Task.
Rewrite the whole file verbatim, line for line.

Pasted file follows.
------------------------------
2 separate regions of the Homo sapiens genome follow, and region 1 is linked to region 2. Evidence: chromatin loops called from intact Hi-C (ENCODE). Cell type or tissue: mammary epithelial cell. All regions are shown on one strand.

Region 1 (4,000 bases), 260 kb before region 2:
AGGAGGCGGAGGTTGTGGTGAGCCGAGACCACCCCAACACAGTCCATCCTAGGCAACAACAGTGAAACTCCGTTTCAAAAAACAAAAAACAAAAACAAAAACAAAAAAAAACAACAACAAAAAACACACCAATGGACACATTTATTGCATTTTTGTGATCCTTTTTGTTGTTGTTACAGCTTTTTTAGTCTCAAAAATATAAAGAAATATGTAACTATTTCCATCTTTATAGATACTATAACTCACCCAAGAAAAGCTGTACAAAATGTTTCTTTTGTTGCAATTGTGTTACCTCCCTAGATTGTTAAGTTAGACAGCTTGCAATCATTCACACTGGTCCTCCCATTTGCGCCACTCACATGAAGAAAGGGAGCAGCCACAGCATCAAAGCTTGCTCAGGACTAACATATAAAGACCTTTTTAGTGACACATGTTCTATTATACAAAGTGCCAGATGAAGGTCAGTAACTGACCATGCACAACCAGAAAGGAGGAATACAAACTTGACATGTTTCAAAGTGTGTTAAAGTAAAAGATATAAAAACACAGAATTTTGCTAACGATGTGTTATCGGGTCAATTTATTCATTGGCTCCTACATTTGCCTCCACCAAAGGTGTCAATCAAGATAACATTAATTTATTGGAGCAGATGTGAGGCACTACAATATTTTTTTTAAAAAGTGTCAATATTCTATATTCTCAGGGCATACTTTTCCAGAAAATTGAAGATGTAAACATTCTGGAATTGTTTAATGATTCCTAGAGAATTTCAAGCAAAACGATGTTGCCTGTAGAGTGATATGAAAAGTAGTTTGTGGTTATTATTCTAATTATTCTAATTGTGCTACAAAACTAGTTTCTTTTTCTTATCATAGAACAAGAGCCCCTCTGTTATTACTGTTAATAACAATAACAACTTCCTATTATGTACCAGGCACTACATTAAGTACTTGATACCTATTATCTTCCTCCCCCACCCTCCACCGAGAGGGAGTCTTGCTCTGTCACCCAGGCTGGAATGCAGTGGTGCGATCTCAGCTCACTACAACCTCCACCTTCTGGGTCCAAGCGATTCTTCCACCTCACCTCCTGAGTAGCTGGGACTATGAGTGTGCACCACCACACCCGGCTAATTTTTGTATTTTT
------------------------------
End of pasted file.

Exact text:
2 separate regions of the Homo sapiens genome follow, and region 1 is linked to region 2. Evidence: chromatin loops called from intact Hi-C (ENCODE). Cell type or tissue: mammary epithelial cell. All regions are shown on one strand.

Region 1 (4,000 bases), 260 kb before region 2:
AGGAGGCGGAGGTTGTGGTGAGCCGAGACCACCCCAACACAGTCCATCCTAGGCAACAACAGTGAAACTCCGTTTCAAAAAACAAAAAACAAAAACAAAAACAAAAAAAAACAACAACAAAAAACACACCAATGGACACATTTATTGCATTTTTGTGATCCTTTTTGTTGTTGTTACAGCTTTTTTAGTCTCAAAAATATAAAGAAATATGTAACTATTTCCATCTTTATAGATACTATAACTCACCCAAGAAAAGCTGTACAAAATGTTTCTTTTGTTGCAATTGTGTTACCTCCCTAGATTGTTAAGTTAGACAGCTTGCAATCATTCACACTGGTCCTCCCATTTGCGCCACTCACATGAAGAAAGGGAGCAGCCACAGCATCAAAGCTTGCTCAGGACTAACATATAAAGACCTTTTTAGTGACACATGTTCTATTATACAAAGTGCCAGATGAAGGTCAGTAACTGACCATGCACAACCAGAAAGGAGGAATACAAACTTGACATGTTTCAAAGTGTGTTAAAGTAAAAGATATAAAAACACAGAATTTTGCTAACGATGTGTTATCGGGTCAATTTATTCATTGGCTCCTACATTTGCCTCCACCAAAGGTGTCAATCAAGATAACATTAATTTATTGGAGCAGATGTGAGGCACTACAATATTTTTTTTAAAAAGTGTCAATATTCTATATTCTCAGGGCATACTTTTCCAGAAAATTGAAGATGTAAACATTCTGGAATTGTTTAATGATTCCTAGAGAATTTCAAGCAAAACGATGTTGCCTGTAGAGTGATATGAAAAGTAGTTTGTGGTTATTATTCTAATTATTCTAATTGTGCTACAAAACTAGTTTCTTTTTCTTATCATAGAACAAGAGCCCCTCTGTTATTACTGTTAATAACAATAACAACTTCCTATTATGTACCAGGCACTACATTAAGTACTTGATACCTATTATCTTCCTCCCCCACCCTCCACCGAGAGGGAGTCTTGCTCTGTCACCCAGGCTGGAATGCAGTGGTGCGATCTCAGCTCACTACAACCTCCACCTTCTGGGTCCAAGCGATTCTTCCACCTCACCTCCTGAGTAGCTGGGACTATGAGTGTGCACCACCACACCCGGCTAATTTTTGTATTTTT